SUBSCRIBE NOW

ABBE town hall empowers Black businesswomen

Jess Deyo
jdeyo@dispatch.com

Black businesswomen throughout Ohio gathered Dec. 17 to share a preview of the Ohio RISE survey results and invite industry leaders to present exciting business opportunities.

The town hall, hosted on Zoom, was presented by the Alliance of Black Businesswomen and Entrepreneurs Ohio (ABBE OH) and moderated by members Gloria Ware, founder and managing member of Get The Bag, and Keena Smith, founder and chairwoman of the Women’s Center for Economic Opportunity.

The meeting started with Beyoncé’s “Who Runs the World,” paired with uplifting mantras from Smith, who also serves as chief economic equity and inclusion officer for Franklin County. As participants joined, they were encouraged to share the city they were tuning in from, with representation among the few dozen attendees from all major cities in Ohio.

Stay up to date with the region’s dynamic business scene. Subscribe to Columbus CEO’s weekly newsletter.

The Rise survey, an acronym for resilient, impactful, self-made and empowered, was launched by ABBE by and for Black businesswomen earlier this year as a way to identify the struggles associated with maintaining a business following COVID-19.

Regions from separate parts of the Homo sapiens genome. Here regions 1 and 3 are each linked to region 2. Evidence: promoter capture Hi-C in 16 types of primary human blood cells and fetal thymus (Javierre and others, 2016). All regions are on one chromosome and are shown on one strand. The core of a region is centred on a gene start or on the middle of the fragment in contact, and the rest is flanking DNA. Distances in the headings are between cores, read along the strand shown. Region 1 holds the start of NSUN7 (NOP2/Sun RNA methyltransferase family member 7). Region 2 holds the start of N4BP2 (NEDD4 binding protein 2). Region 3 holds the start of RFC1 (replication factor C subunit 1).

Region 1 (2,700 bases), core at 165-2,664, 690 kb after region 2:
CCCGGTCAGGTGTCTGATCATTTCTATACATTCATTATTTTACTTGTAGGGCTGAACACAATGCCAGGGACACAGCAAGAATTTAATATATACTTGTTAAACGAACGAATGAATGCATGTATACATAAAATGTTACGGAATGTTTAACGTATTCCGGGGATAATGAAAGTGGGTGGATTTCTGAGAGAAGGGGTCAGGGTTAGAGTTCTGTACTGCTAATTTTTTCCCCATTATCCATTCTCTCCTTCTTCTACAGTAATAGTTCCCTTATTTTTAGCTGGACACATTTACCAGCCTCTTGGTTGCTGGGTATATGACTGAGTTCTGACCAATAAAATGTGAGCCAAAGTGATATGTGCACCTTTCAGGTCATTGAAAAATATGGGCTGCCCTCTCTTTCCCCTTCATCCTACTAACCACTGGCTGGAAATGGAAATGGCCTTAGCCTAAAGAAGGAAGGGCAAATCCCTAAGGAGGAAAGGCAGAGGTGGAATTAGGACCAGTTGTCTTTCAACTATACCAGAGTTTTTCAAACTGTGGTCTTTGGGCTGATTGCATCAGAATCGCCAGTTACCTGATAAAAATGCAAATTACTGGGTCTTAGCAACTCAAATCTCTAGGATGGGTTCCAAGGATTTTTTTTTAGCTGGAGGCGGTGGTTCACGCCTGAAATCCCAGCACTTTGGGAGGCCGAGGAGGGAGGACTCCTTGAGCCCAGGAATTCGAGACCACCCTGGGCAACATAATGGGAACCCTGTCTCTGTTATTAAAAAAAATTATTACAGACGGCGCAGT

ABBE, also founded earlier this year, hopes the survey will reach 1,000 Black businesswomen, at which point they will release the survey results to public policymakers, allies and more. At this point, Smith and Ware share the survey has reached 256 participants.

Of the businesswomen surveyed so far, 60 percent disclosed they make less than $50,000 a year, while only 7 percent make over $500,000. On a positivity scale, surveyors averaged a 3.5 out of 5. While the state of Black businesswomen is positive, it is vulnerable, Smith says. 

In the next stages of Smith and Ware’s presentation, they identified and presented three priorities for Black businesswomen: reimagine business models, attain capital, and manage operational risks. 

A panel of partners from a wide range of professions took time to share how they plan to help Black businesswomen reach these priorities. Some shared the news of funding efforts and financial opportunities, while others gave industry advice. All, however, expressed the desire to lend a helping hand.

Of nearly a dozen speakers, Erica Penick, deputy director for the Cleveland President’s Council, offered insight on market opportunities and challenged popular ways of thinking.

“We’ve all heard the saying that it’s not what you know, it’s who you know,” Penick says, “but I say even more, it’s who knows you. It’s critical to build strong relationships that position our businesses to be recommended and be top of mind when opportunities occur.” 

Some speakers also shared financial opportunities that exist to help stabilize Black and minority-owned businesses.

Belinda Stenson, director for the Minority Business Partnership for the Dayton Chamber of Commerce, shared the banker’s roundtable, a project developed in 2019 that allows women and minority-owned businesses to pitch their brand to over a dozen financial institutions ready to provide resources.

Go here to learn more about the efforts of ABBE and take the survey.

Keena Smith, founder and chairwoman of the Women's Center for Economic Opportunity